The album cover for The Fall’s 1985 classic This Nation’s Saving Grace was designed by Danish painter Claus Castenskiold with British photographer Michael Pollard, brilliantly synthesising photography and drawing for one of the band’s strongest-ever releases.
The band’s artistic confidence is reflected on the album artwork – a striking concoction of the urban and mundane, the mystical and abstract; the cover features detailed rendering of floating lettering and a cloud-borne chariot dashing over the gritty Manchester skyline at night. The album title appears on the LP in green lettering spread over both sides of the gatefold sleeve. Neither Castenskiold nor Pollard knew what each other were doing. They were operating individually and the Beggars Banquet art department pulled the concept together.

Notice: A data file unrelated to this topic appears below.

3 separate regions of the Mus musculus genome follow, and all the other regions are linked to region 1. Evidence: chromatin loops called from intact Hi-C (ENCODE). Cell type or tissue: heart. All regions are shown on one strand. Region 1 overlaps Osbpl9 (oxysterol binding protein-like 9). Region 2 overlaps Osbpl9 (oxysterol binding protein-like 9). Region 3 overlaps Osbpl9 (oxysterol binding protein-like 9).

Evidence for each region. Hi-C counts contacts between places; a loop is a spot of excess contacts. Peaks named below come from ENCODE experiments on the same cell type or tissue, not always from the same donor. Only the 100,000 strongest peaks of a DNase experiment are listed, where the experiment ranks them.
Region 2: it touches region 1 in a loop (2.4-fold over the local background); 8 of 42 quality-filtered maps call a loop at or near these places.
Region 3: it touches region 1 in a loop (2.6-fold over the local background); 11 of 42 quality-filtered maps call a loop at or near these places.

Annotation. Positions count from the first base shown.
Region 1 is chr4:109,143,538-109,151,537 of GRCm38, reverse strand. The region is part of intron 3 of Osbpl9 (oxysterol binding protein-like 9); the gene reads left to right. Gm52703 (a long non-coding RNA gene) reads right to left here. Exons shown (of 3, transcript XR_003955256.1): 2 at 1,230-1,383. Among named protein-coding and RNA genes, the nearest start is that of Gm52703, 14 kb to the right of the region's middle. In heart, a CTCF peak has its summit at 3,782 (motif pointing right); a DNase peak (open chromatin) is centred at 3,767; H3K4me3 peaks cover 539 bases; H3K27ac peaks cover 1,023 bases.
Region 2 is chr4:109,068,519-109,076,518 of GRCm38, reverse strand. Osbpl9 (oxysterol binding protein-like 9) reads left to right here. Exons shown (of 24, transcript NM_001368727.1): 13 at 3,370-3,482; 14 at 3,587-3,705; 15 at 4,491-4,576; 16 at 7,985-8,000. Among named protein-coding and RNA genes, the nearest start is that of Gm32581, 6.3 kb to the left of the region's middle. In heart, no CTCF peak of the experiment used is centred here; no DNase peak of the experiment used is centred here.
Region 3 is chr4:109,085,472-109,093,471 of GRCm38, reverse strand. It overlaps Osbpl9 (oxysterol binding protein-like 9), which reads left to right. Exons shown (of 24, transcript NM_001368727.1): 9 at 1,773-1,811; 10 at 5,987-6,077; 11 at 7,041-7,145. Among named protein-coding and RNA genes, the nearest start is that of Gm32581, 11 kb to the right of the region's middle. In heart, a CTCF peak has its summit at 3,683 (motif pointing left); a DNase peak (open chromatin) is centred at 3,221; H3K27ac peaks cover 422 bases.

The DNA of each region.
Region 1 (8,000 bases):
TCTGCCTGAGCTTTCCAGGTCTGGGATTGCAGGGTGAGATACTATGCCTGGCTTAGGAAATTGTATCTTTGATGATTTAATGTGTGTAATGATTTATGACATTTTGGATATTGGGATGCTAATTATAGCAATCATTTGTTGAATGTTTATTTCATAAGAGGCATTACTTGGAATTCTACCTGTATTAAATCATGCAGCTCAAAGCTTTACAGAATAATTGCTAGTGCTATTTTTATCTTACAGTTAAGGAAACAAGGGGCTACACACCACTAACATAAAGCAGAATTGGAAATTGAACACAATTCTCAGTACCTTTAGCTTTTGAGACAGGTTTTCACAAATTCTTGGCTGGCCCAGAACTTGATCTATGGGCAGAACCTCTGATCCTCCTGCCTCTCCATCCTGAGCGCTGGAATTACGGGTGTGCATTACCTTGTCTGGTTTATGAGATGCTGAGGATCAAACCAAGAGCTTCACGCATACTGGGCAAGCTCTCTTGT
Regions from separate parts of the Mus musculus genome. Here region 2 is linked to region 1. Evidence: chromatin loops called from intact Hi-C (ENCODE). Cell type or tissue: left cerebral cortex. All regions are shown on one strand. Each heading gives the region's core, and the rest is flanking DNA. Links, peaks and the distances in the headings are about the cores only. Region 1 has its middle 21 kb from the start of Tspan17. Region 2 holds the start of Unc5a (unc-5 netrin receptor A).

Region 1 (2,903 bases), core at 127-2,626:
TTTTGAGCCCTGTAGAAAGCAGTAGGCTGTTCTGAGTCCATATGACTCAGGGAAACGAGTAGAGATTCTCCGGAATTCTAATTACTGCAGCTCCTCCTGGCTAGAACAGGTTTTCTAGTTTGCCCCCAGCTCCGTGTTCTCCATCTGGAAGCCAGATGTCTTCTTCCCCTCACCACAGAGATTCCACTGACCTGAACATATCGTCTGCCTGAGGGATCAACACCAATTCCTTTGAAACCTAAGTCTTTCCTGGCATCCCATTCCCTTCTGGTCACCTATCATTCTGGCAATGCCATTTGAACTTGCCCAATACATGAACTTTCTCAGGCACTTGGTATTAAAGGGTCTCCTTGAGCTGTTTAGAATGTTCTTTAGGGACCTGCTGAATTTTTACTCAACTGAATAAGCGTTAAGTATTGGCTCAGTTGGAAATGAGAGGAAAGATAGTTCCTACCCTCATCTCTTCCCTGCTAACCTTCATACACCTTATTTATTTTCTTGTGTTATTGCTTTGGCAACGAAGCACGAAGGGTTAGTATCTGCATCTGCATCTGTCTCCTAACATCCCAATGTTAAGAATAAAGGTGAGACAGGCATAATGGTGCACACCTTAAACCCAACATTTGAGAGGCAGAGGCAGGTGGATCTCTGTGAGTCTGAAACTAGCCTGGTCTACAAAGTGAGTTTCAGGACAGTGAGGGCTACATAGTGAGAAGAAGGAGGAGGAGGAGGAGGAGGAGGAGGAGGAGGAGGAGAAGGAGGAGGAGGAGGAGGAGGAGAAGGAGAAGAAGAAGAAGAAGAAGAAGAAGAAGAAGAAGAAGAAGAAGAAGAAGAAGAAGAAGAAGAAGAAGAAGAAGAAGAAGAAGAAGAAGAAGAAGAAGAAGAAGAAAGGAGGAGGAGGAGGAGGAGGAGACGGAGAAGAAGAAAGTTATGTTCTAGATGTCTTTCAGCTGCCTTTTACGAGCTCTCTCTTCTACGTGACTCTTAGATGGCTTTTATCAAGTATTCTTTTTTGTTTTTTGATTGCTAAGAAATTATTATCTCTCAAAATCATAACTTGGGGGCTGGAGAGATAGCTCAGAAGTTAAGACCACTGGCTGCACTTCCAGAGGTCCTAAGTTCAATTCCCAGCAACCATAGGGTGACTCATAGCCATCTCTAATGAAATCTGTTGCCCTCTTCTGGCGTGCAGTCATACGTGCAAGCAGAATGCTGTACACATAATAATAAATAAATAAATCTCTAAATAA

The below photograph was taken by Michael Pollard on the steps of the Stanley Street bend off Cheetham Hill Road, overlooking the Manchester City Centre, in 1985.
Pollard had photographed The Fall in Prestwich in 1984 after they had signed to Beggars Banquet and needed a photo to send out to the music press to announce the move.
The following year Mark E Smith rings me at home one night and asks if I could produce a drawn image of a Manchester cityscape for the cover of the forthcoming album ‘This Nation’s Saving Grace’. I still can’t get over the fact that, not only does he know of me but that he also wants me to work on this cover. For a fan like me this has all been the ultimate dream in that no matter how small a part, I somehow became a part of my group’s history. Michael Pollard.
The first Fall album to have a gatefold sleeve, This Nation’s Saving Grace stands as the best from their Beggars Banquet era and is widely accepted as one of the great 80’s records.